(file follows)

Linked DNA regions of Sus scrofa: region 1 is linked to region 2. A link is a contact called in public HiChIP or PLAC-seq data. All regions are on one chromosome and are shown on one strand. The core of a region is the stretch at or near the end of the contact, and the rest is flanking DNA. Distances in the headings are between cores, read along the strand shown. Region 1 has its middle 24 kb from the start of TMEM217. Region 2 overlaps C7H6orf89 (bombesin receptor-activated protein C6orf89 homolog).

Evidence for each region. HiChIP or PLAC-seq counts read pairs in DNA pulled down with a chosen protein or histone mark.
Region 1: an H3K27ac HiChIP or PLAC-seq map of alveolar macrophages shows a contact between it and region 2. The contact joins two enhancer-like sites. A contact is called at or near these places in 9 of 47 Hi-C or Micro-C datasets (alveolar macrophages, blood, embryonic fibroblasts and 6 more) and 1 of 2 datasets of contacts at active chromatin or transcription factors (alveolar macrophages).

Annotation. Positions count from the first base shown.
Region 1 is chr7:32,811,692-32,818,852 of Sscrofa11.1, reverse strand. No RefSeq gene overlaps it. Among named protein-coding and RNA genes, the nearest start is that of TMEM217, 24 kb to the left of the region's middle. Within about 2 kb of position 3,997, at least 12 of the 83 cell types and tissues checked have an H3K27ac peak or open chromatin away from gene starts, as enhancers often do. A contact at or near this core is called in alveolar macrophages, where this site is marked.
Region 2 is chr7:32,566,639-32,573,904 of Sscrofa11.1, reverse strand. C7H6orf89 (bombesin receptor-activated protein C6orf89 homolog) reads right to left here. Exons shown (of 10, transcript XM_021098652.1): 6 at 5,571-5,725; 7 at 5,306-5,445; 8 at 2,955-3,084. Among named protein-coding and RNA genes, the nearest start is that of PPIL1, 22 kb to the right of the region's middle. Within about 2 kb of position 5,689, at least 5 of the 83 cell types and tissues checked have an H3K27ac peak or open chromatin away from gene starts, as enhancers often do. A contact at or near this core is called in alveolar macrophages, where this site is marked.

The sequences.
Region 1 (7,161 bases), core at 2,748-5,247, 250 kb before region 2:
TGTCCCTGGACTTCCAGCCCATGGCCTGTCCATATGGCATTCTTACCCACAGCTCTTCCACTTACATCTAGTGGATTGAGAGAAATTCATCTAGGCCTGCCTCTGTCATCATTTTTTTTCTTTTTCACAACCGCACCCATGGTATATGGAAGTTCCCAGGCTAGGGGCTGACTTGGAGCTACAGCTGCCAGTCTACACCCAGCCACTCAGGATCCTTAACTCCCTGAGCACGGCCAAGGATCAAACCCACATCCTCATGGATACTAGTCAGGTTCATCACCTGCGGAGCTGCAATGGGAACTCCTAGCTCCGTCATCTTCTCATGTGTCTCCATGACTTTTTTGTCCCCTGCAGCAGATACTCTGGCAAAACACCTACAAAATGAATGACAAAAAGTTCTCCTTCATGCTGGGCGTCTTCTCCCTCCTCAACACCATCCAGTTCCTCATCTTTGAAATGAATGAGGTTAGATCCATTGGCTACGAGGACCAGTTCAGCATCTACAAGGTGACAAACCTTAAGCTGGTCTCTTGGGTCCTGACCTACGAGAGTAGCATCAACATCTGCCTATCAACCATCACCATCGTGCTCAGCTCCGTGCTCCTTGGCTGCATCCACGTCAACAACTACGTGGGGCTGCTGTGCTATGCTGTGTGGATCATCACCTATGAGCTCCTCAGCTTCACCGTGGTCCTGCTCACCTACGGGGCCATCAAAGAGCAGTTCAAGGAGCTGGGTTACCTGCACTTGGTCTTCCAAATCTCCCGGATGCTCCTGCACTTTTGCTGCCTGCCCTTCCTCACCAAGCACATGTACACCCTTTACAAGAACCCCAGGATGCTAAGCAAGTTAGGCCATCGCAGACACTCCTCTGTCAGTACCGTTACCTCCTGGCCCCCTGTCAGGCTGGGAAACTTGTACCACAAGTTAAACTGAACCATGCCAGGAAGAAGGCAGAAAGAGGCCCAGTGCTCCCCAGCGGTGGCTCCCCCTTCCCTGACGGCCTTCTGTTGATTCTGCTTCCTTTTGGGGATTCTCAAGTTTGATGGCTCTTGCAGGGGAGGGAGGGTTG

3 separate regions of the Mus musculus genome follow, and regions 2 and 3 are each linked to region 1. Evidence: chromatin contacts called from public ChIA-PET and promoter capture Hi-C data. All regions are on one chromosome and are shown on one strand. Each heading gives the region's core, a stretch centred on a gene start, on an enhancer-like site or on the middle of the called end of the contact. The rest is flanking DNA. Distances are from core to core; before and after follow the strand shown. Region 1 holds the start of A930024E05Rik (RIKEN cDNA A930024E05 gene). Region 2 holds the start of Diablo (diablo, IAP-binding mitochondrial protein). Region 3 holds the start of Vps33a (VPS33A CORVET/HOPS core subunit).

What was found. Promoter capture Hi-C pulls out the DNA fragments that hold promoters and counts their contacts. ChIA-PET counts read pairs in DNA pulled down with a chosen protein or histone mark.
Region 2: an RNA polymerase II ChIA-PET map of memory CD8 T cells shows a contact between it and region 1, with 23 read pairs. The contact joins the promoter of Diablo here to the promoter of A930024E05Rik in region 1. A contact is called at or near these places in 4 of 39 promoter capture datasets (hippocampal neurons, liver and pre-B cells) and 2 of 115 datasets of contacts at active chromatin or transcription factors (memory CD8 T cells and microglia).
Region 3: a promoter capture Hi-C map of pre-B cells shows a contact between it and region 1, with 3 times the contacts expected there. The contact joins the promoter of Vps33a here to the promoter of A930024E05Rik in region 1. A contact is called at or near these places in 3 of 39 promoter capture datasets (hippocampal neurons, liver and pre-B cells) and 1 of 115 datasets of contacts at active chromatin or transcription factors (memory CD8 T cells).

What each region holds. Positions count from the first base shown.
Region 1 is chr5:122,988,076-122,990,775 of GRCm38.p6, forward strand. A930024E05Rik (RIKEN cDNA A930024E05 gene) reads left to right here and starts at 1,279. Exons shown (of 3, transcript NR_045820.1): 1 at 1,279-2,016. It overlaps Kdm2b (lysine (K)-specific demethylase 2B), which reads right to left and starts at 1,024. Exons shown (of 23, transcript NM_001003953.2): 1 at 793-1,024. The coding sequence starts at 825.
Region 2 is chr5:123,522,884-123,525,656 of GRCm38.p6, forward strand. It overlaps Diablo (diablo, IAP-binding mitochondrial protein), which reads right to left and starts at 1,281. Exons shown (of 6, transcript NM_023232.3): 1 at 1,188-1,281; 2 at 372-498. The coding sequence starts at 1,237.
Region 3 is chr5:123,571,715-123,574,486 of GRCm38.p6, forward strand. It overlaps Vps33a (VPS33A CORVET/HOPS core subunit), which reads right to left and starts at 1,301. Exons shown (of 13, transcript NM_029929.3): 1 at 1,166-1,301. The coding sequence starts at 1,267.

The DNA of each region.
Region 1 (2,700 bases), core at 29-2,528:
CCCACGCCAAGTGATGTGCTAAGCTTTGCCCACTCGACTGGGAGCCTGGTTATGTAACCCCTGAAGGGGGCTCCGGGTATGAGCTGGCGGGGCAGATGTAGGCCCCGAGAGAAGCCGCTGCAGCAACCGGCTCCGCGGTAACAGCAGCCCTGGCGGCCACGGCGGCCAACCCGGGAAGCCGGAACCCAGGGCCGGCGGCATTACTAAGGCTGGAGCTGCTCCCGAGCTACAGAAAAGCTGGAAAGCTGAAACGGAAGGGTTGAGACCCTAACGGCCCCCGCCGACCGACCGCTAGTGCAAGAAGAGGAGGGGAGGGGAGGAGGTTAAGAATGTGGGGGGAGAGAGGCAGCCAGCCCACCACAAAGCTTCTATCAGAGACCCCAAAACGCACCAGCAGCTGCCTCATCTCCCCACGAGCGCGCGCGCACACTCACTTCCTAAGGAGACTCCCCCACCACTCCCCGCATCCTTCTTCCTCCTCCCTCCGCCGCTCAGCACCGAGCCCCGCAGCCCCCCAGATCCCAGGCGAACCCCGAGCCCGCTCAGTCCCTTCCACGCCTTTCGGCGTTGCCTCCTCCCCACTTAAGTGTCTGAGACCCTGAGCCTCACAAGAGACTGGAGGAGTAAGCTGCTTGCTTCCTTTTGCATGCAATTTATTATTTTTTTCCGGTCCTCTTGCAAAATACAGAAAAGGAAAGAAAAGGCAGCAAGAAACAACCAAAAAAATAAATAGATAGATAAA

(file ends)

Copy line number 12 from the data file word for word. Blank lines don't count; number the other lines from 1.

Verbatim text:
Region 2: an RNA polymerase II ChIA-PET map of memory CD8 T cells shows a contact between it and region 1, with 23 read pairs. The contact joins the promoter of Diablo here to the promoter of A930024E05Rik in region 1. A contact is called at or near these places in 4 of 39 promoter capture datasets (hippocampal neurons, liver and pre-B cells) and 2 of 115 datasets of contacts at active chromatin or transcription factors (memory CD8 T cells and microglia).